That evening the casket was removed from the White House and taken in a small procession of soldiers and police to the Union Station for the trip to Hyde Park, New York. Again mournful citizens turned out to witness the passing train. The morning of April 15 the funeral train arrived at a siding on the Hudson River four miles from the Roosevelt home. The casket was transferred to a gun carriage and driven to the Roosevelt estate along a route lined with soldiers, sailors and marines. The caisson was preceded by a military band and a battalion of West Point cadets and followed by limousines containing President Truman and the Roosevelt family. Full Military honors were rendered from the train to the burial site. Great numbers of ordinary Americans young and old traveled to Hyde Park to attend the funeral.
Interment was in the Rose Garden at the estate in Hyde Park. The rector of St. James Episcopal Church read the burial services, three volleys were fired over the grave and taps were sounded as the casket was lowered into its final resting place.
What lifelong hobby did FDR pursue?
Stamp collecting was one of FDR's lifelong hobbies. His interest began when he was eight years old and his mother passed her collection on to him. He enjoyed stamps, he said, because of their link with geography and history, not for their intrinsic value. While recovering from polio, he spent many bedridden hours arranging and annotating thousands of specimens. As President, there was scarcely a day when he did not spend some time with his collection.
At his death, his personal stamp collection numbered over 1,200,000 stamps, 80% of which was of little value-"scrap"" as the President called it. The collection was sold at public auction in accordance with his wishes and realized $228,000.00. The stamps he received officially from foreign governments were not sold, but are a part of the holdings of the Roosevelt Library.
What were FDR's "vital statistics"?
Born: January 30, 1882 at 9 pm, weighing 10 lbs
Height: 6'2"
Weight: Approximately 182 lbs.
Complexion: Fair to ruddy
Hair: Brown
Eyes: Grey-blue
Voice: Tenor
Shirt Size: 16 3/4 neck, 35 sleeve
Hat Size: 7 and 3/8
Shoes: Size 12
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Or something that deals specifically with how they were treated and their conditions.
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It depends what you mean by 'alien internment', but I am aware of two publications by fascists in the UK which deal with or touch upon the internment of fascists in camps where they were held alongside 'alien' refugees, 'suspects', etc (which must have created a great deal of tension). The first is a pamphlet originally called 'The Hell of Ham Common', which purports to be an inside account of conditions in Camp 020, the wartime British interrogation centre located at Latchmere House, in south-west London, near the village of Ham and Richmond Park. Camp 020 briefly held some fascists and also some 'suspect' aliens, before they were transferred to other more general internment camps, such as Ascot and the Isle of Man. Camp 020 then became mainly devoted to interrogating captured German spies. The other publication is by fascist activist R.R. Bellamy, called 'We Marched With Mosley', which is the 'official' internal history of the British Union of Fascists (BUF), and touches on the period of internment. It has been reprinted recently by a neo-fascist publication house. Naturally, both publications, while containing very useful material in some ways, should also be treated with utmost caution by the historian.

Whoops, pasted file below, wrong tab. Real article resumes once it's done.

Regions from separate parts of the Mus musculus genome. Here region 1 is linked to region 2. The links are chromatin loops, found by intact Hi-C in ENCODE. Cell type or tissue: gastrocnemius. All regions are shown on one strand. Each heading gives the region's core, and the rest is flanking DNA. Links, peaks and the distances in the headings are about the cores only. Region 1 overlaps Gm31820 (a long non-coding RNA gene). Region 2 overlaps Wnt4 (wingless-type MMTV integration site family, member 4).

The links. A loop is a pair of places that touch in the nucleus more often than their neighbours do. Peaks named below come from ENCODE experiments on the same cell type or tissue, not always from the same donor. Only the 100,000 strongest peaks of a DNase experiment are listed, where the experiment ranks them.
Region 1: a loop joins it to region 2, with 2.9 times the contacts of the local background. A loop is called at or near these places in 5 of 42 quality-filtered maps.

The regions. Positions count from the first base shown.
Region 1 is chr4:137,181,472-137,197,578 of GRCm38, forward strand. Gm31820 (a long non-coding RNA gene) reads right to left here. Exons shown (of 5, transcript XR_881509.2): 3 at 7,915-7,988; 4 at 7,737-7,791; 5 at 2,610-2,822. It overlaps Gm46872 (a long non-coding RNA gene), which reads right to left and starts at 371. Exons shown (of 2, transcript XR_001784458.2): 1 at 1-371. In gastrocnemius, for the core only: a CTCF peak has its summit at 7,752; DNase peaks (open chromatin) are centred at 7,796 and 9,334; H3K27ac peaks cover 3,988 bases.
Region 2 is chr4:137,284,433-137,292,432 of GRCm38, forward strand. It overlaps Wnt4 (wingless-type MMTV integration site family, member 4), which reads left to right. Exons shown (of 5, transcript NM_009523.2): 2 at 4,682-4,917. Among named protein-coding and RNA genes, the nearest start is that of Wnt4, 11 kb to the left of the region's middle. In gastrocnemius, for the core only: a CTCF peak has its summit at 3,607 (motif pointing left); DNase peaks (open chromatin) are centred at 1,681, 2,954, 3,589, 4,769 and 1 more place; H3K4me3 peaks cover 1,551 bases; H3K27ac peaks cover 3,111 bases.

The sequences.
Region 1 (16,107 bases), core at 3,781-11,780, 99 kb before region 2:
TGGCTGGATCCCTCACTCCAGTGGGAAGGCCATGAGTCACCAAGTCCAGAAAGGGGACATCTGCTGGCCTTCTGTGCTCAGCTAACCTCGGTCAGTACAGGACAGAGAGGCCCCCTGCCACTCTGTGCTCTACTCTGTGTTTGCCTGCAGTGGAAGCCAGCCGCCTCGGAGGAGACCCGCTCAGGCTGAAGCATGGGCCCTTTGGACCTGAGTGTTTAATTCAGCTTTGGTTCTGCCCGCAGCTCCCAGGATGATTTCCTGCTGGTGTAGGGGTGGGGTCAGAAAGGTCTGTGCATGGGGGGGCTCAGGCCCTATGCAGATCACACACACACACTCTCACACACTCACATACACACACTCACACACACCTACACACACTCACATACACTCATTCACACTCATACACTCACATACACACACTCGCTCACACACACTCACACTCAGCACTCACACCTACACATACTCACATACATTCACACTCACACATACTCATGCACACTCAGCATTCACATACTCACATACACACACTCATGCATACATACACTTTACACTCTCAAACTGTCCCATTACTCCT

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I am currently researching for my dissertation on the topic of Military Medical Evacuation during the Korean War and the above question is the basis to the paper. One of the main revolutions came about with the ability to airlift wounded soldiers via helicopter, however, the most commonly known advancement is the Mobile Army Surgical Hospital (MASH). Nevertheless, there was also the use of military vehicles, railroads, and military hospital ships, all of which seem to be overlooked by the majority. It is these three areas that intrigue me the most, how did they revolutionize Military Medical Evacuation?
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It is also important to point out the vast toplogogical differences in the various theaters of battle in the Korean War vs Vietnam.
The Korean penisula is very mountainous and MASH units were often located in valleys and then served as regoinal faciliteis for the wounded.  In Vietnam, many battle fields were in river deltas or other low lying areas and that facilitated evauction, via helicopeter, to nearby hospital ships, which was not much of an option in the Korean War.
 
When the Vietnam battles spilled over or infiltrarted or invaded or whatever, Cambodia, evac of the wounded was much more challenging.
 
So I think and important dimension of your research would involve the actual topological and geographical details of the various battle fronts and the facility at which wounded could be evaced either during or shortly after the battle
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I am looking into the anglicisation of Jewish dietary tastes in First World War London.
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There has been an intense debate, even today, on the existence of a proper fascist culture in Italy during the 20s and 30s: Those who think there was no fascist culture, since fascism failed in its attempt of cultural renewal, and those who claim the success of fascist cultural transformation, since fascism made use of culture as a political tool of modernization.
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not during but afterwards in Italian political life.